2008-11-12

    This study continues previous research to confirm that glycosaminoglycans (GAGs) exert a positive effect on promoting iron uptake by Caco-2 cells. Cooked haddock was digested with papain, and GAGs were further purified on the basis of their sulfur content. Reverse phase chromatography (RP-HPLC) and digestion with chondroitinase ABC (Chase) (50 mU/mg) were used to approach the identification of the GAGs. FeCl 3 was mixed with the purified GAGs, and Fe uptake was measured by ferritin formation using an in vitro digestion/Caco-2 cell model. The identificative analyses suggest that chondroitin/dermatan sulfate-related structures promote Fe uptake by Caco-2 cells; however, this effect was lower (40%) than that observed with whole fish muscle. Chase eliminated the positive effect on Fe uptake. These results indicate that specific GAGs may contribute to the enhancing effect of meat on Fe absorption. Further in vivo studies addressing these aspects of the meat factor are needed. PMID:18850715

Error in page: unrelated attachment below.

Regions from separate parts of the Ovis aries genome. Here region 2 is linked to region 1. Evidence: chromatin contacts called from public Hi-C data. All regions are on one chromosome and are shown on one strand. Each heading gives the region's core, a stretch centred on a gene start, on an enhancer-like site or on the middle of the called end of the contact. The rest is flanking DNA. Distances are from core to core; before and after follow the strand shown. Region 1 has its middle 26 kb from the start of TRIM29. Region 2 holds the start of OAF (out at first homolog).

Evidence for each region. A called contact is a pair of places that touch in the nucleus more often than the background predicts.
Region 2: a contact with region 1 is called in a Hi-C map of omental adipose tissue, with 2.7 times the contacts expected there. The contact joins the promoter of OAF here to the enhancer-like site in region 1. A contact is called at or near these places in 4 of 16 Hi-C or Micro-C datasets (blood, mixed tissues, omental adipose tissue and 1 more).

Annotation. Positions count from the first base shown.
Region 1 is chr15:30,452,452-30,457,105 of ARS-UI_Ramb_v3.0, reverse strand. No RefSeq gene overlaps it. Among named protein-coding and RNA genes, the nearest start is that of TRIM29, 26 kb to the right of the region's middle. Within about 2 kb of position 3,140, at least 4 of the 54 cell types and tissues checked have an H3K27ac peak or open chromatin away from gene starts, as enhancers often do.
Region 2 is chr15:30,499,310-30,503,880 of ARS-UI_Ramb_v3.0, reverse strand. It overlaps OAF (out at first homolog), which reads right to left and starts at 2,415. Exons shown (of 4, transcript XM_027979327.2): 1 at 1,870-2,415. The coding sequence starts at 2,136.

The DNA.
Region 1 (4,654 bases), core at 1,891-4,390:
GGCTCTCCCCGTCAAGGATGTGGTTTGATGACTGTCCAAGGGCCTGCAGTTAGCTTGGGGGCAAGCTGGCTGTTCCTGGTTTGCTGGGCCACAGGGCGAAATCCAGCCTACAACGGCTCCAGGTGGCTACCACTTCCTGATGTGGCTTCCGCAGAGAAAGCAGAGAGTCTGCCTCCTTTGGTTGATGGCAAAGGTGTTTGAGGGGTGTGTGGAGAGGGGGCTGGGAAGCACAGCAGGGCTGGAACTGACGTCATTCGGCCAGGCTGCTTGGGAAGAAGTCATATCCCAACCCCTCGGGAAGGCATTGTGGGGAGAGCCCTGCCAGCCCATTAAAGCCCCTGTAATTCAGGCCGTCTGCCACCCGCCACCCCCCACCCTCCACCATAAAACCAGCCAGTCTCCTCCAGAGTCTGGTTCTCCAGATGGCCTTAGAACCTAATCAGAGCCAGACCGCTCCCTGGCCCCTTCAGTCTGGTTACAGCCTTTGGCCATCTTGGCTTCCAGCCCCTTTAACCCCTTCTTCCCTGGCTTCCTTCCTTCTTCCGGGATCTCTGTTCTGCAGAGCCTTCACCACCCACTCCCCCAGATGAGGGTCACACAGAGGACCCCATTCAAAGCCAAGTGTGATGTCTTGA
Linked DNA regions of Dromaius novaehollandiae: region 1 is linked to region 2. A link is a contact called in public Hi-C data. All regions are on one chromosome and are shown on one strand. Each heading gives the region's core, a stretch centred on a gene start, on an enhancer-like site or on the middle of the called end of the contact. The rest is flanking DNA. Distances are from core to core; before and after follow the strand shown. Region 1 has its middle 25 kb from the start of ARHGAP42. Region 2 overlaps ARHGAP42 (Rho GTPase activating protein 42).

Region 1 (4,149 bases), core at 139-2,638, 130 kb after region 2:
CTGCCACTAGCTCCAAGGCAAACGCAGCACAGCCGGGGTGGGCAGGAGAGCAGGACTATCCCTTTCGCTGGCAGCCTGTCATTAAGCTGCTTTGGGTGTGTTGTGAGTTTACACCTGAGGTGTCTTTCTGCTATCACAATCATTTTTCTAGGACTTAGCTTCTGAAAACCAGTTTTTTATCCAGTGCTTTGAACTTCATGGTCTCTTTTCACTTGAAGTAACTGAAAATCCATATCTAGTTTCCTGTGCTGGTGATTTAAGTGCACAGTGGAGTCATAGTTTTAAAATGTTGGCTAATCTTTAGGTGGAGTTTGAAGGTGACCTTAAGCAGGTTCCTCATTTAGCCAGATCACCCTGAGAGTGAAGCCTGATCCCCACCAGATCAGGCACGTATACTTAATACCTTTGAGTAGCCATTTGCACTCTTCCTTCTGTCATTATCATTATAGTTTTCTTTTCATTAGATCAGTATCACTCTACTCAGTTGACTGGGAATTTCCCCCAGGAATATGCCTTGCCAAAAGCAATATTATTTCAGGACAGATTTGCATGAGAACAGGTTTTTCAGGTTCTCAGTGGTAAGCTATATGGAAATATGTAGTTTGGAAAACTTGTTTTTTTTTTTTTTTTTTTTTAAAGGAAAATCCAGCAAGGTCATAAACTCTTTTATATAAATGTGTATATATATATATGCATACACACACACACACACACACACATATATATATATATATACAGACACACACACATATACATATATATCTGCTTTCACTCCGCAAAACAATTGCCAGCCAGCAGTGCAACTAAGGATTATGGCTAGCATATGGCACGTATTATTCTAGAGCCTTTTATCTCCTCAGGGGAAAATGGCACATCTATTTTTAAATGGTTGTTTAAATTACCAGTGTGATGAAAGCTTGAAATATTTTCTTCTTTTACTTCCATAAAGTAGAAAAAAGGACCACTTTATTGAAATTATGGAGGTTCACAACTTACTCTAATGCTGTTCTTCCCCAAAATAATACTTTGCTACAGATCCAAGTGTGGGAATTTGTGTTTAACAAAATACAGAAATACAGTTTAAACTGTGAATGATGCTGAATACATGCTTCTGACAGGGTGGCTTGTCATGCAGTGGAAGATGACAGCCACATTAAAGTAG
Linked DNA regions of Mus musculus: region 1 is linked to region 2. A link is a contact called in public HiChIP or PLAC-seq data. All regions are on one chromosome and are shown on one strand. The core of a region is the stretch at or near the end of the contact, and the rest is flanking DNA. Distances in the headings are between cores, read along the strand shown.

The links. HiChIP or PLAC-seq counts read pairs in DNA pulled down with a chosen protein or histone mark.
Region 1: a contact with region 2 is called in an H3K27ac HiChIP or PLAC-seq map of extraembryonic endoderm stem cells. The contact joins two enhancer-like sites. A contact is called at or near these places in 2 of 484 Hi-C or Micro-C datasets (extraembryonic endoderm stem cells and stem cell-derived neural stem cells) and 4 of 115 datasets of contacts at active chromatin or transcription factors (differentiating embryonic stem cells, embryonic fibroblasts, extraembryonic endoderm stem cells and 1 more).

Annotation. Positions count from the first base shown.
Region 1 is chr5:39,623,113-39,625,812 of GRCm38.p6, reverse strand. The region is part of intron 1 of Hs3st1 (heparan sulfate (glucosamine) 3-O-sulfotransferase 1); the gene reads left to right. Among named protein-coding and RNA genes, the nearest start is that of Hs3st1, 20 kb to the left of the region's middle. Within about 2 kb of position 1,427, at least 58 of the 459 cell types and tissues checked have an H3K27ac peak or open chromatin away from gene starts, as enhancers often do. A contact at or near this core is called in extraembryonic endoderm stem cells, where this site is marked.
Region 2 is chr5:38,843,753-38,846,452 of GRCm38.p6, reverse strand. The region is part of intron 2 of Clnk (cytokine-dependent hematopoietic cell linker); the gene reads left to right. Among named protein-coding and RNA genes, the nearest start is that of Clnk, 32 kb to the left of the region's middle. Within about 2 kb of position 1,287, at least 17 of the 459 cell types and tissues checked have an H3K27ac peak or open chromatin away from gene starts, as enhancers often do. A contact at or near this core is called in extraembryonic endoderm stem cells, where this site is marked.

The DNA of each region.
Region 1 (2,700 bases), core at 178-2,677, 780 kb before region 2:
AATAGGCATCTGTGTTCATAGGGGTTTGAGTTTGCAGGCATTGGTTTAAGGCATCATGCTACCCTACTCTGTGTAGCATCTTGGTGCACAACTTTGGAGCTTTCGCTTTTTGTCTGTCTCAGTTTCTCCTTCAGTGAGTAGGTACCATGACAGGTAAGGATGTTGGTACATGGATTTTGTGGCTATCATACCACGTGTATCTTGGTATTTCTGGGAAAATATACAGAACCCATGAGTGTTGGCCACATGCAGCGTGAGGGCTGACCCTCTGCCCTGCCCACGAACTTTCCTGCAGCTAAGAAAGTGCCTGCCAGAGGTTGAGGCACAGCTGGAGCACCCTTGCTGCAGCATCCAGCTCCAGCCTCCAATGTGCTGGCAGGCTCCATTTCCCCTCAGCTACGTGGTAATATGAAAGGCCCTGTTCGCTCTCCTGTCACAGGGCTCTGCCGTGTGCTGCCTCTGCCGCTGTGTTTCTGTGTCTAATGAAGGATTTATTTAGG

3. Uptake of codeine into intestinal epithelial (Caco-2) and brain endothelial (RBE4) cells.

    PubMed

    Fischer, Wiebke; Bernhagen, Jennifer; Neubert, Reinhard H H; Brandsch, Matthias

    2010-09-11